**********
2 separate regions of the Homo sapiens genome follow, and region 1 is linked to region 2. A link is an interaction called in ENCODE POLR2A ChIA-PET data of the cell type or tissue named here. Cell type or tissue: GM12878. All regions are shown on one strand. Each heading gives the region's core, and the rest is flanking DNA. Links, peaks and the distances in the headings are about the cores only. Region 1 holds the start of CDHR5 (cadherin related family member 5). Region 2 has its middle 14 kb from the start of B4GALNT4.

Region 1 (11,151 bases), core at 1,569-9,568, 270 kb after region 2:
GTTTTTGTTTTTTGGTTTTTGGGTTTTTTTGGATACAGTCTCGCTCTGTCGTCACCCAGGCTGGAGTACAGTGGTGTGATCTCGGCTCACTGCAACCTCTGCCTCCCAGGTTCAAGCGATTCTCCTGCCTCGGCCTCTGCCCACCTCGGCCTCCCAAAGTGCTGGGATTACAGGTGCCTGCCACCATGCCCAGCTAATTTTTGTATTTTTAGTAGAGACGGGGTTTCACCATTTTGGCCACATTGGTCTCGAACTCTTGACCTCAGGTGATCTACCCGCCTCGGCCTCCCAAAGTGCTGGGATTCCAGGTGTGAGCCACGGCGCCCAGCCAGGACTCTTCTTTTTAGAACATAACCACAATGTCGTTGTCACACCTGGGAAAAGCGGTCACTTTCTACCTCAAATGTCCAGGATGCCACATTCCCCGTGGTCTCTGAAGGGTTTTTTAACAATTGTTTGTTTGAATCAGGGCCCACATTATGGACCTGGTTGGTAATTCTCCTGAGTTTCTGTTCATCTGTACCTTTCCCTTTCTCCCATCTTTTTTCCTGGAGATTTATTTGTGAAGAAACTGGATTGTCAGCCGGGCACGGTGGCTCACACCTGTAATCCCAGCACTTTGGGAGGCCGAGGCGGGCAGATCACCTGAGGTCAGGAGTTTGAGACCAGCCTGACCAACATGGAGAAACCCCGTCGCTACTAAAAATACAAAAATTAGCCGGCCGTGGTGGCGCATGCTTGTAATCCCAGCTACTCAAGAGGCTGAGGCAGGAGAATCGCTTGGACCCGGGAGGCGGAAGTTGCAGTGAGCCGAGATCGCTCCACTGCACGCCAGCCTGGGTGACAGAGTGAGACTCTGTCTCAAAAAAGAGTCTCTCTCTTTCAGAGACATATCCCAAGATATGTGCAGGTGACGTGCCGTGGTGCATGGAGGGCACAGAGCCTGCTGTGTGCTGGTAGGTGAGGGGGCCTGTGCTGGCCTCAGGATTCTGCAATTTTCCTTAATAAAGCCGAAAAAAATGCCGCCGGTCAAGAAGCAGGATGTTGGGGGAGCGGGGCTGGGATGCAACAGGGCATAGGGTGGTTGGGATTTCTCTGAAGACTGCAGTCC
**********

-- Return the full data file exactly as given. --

2 separate regions of the Homo sapiens genome follow, and region 1 is linked to region 2. A link is an interaction called in ENCODE POLR2A ChIA-PET data of the cell type or tissue named here. Cell type or tissue: GM12878. All regions are shown on one strand. Each heading gives the region's core, and the rest is flanking DNA. Links, peaks and the distances in the headings are about the cores only. Region 1 holds the start of CDHR5 (cadherin related family member 5). Region 2 has its middle 14 kb from the start of B4GALNT4.

Region 1 (11,151 bases), core at 1,569-9,568, 270 kb after region 2:
GTTTTTGTTTTTTGGTTTTTGGGTTTTTTTGGATACAGTCTCGCTCTGTCGTCACCCAGGCTGGAGTACAGTGGTGTGATCTCGGCTCACTGCAACCTCTGCCTCCCAGGTTCAAGCGATTCTCCTGCCTCGGCCTCTGCCCACCTCGGCCTCCCAAAGTGCTGGGATTACAGGTGCCTGCCACCATGCCCAGCTAATTTTTGTATTTTTAGTAGAGACGGGGTTTCACCATTTTGGCCACATTGGTCTCGAACTCTTGACCTCAGGTGATCTACCCGCCTCGGCCTCCCAAAGTGCTGGGATTCCAGGTGTGAGCCACGGCGCCCAGCCAGGACTCTTCTTTTTAGAACATAACCACAATGTCGTTGTCACACCTGGGAAAAGCGGTCACTTTCTACCTCAAATGTCCAGGATGCCACATTCCCCGTGGTCTCTGAAGGGTTTTTTAACAATTGTTTGTTTGAATCAGGGCCCACATTATGGACCTGGTTGGTAATTCTCCTGAGTTTCTGTTCATCTGTACCTTTCCCTTTCTCCCATCTTTTTTCCTGGAGATTTATTTGTGAAGAAACTGGATTGTCAGCCGGGCACGGTGGCTCACACCTGTAATCCCAGCACTTTGGGAGGCCGAGGCGGGCAGATCACCTGAGGTCAGGAGTTTGAGACCAGCCTGACCAACATGGAGAAACCCCGTCGCTACTAAAAATACAAAAATTAGCCGGCCGTGGTGGCGCATGCTTGTAATCCCAGCTACTCAAGAGGCTGAGGCAGGAGAATCGCTTGGACCCGGGAGGCGGAAGTTGCAGTGAGCCGAGATCGCTCCACTGCACGCCAGCCTGGGTGACAGAGTGAGACTCTGTCTCAAAAAAGAGTCTCTCTCTTTCAGAGACATATCCCAAGATATGTGCAGGTGACGTGCCGTGGTGCATGGAGGGCACAGAGCCTGCTGTGTGCTGGTAGGTGAGGGGGCCTGTGCTGGCCTCAGGATTCTGCAATTTTCCTTAATAAAGCCGAAAAAAATGCCGCCGGTCAAGAAGCAGGATGTTGGGGGAGCGGGGCTGGGATGCAACAGGGCATAGGGTGGTTGGGATTTCTCTGAAGACTGCAGTCC